Historically, medical training has focused on the development and strengthening of clinical skills. After the adoption and adaptation of the aviation industry’s Crew Resource Management training programme and following a number of studies which highlighted the crucial role of non-technical skills (NTS) in minimising medical errors (e.g. Andersen et al., 2010; Cooper & Wakelam, 1999; Hull et al., 2012; Marsch et al., 2004; Van Wyl et al., 2009), the value of NTS has been acknowledged. There is currently a great deal of interest in the optimisation of teamwork during pre-hospital or out-of-hospital cardiac arrest (OHCA) resuscitation. The Resuscitation Council UK recognises that effective communication is one of the major instruments for optimal teamwork, and indeed, all domains in existing NTS measurement tools essentially involve verbal communicative acts. Yet there are no fine-grained linguistic analyses of how raters and/or team members perceive effective medical team communication. Despite the major role of communication in NTS assessments, the question of whether specific linguistic patterns, markers, or practices are associated with high NTS scores has been little explored.

This study aims to identify specific communicative patterns applied in pre-hospital resuscitations through examination of the types and distributions of language categories, using McNeilis's (1995) doctor-patient language categorisation as a basis. Through this, we intend to provide clearer distinctions of what is construed as effective team communication, with the aim of assisting in the production of gold standards for measurement and training of related high-performance medical teams. We also plan to find out whether correlations exist between any language categories and the team leaders’ NTS scores.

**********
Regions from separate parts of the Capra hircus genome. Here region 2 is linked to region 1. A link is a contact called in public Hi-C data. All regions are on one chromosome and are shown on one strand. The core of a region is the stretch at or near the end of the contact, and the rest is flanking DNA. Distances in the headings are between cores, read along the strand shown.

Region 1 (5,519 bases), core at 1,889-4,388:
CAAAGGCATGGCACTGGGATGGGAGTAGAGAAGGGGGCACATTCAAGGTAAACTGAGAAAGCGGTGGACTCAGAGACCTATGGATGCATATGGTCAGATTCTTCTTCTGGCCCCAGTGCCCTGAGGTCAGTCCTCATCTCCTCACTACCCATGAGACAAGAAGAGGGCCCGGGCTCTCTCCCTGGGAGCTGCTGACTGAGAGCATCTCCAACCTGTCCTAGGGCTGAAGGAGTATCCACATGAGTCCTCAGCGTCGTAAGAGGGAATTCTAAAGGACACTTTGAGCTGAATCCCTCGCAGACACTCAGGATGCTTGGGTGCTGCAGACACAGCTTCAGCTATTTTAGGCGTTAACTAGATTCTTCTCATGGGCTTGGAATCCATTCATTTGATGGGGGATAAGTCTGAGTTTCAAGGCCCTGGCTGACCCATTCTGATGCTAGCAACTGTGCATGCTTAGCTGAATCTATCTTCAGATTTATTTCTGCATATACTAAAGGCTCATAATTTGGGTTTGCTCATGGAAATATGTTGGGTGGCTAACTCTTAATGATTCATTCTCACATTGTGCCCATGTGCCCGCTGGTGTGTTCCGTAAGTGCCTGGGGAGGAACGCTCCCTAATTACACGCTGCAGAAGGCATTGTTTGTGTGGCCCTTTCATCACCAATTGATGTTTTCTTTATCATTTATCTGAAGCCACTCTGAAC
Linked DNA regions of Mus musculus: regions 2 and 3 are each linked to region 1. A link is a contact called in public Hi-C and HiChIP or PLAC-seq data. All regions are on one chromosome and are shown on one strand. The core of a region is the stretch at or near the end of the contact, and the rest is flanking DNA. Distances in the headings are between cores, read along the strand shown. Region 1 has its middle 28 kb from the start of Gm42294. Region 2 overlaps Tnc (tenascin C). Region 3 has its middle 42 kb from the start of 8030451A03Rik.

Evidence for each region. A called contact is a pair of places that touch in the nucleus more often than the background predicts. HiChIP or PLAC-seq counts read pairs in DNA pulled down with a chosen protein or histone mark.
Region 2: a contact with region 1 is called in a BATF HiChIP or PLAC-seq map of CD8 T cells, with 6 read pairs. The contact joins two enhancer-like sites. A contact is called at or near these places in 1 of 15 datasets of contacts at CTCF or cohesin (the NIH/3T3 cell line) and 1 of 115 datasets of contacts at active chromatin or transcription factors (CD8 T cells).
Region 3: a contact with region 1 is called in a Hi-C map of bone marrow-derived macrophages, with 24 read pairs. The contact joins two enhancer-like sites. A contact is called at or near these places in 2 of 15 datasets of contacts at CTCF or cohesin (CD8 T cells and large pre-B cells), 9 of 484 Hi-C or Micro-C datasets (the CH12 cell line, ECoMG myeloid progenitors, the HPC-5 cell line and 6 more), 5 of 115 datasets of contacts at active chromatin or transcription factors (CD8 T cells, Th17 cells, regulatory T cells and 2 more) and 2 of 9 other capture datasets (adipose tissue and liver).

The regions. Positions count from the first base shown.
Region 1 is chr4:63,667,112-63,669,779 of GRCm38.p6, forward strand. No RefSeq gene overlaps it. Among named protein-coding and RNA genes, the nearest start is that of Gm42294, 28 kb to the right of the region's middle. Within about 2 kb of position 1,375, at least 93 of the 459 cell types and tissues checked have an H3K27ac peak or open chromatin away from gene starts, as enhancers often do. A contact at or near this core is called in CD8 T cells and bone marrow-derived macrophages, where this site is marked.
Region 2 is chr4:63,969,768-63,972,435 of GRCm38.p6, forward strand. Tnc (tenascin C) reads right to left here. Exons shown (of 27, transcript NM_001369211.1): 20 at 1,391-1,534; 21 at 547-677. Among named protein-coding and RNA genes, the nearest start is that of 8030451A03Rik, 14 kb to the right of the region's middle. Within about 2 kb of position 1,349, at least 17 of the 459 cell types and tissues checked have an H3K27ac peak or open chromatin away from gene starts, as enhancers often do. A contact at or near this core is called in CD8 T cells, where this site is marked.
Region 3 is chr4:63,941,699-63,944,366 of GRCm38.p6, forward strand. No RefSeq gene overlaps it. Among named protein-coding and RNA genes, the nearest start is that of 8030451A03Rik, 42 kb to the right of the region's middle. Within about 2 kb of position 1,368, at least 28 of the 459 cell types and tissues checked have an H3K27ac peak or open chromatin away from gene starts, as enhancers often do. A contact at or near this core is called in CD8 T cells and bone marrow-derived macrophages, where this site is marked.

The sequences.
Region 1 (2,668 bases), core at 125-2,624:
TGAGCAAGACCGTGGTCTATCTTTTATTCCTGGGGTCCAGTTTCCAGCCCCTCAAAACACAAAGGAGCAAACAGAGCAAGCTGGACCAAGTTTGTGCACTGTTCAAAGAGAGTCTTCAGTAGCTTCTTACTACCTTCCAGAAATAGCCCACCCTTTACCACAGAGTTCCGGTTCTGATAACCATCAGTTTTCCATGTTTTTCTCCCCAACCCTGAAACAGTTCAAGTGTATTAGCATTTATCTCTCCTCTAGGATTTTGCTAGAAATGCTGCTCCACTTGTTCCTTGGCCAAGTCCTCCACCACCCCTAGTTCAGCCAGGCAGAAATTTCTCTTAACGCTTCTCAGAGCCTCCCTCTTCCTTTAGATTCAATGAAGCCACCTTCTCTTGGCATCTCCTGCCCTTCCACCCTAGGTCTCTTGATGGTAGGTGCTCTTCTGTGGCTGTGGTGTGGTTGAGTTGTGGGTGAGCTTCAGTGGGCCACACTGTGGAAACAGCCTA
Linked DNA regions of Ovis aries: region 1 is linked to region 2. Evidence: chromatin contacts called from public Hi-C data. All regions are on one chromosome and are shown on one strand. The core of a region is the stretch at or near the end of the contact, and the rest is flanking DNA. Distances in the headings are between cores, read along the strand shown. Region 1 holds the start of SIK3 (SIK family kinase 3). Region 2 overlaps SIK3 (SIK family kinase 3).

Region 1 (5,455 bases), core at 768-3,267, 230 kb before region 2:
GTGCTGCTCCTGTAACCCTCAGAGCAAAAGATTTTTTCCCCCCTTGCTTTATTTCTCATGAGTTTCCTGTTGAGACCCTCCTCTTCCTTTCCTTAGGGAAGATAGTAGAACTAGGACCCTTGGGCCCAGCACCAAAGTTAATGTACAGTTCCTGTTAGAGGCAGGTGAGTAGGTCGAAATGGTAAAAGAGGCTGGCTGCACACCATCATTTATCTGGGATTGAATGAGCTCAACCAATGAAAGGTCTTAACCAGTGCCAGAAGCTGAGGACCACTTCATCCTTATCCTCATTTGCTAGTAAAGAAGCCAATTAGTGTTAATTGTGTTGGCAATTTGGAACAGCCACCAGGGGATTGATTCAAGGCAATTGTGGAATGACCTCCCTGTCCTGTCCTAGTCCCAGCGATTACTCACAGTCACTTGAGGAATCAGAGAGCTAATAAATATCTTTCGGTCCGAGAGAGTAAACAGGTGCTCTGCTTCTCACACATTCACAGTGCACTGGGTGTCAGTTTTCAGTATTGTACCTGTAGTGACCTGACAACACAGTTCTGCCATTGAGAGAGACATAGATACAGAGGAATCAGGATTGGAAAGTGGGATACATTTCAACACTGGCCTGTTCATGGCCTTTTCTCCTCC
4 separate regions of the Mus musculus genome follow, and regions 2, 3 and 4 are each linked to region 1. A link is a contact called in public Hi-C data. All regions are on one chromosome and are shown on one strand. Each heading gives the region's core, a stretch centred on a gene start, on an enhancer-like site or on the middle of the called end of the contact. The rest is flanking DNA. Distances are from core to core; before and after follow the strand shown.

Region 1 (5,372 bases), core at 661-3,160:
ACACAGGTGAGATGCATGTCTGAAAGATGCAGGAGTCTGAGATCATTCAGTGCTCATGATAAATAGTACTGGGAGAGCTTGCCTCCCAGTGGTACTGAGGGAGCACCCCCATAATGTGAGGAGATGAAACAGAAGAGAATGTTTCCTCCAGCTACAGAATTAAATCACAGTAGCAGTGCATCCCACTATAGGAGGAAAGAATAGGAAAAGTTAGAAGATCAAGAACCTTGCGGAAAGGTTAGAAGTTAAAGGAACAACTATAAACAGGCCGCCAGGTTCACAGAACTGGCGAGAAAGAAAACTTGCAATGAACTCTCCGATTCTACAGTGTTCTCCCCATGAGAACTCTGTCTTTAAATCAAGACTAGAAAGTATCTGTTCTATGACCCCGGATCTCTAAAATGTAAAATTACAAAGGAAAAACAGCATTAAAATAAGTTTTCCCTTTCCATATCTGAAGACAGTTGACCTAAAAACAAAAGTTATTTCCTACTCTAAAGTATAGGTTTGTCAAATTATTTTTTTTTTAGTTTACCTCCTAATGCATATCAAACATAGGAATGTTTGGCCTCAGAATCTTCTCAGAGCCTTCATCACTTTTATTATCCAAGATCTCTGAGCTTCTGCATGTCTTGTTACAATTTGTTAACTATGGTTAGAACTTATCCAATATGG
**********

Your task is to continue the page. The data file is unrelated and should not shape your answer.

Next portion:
A total of 20 authentic videos collected as part of the ongoing Resuscitation Research Group’s training and improvement programme will be transcribed and the contents subjected to linguistic analysis. This included verbal activities regarding information flow, categories of speech act, and politeness markers. A pilot study using simulations revealed that pre-hospital resuscitations proceeded through four recognisable stages. Various types of speech act were involved in the process of navigating this interaction, with directives being used most frequently, especially by the team leaders, but in a variety of forms. As expected, the linguistic patterns in resuscitation teams differed appreciably from those in doctor-patient dyads. Results also showed that politeness measures were duly utilised during resuscitations.

Becoming a (written) word: using eye movements to index incidental new word learning during reading

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21 February 2017 13:00 - 14:00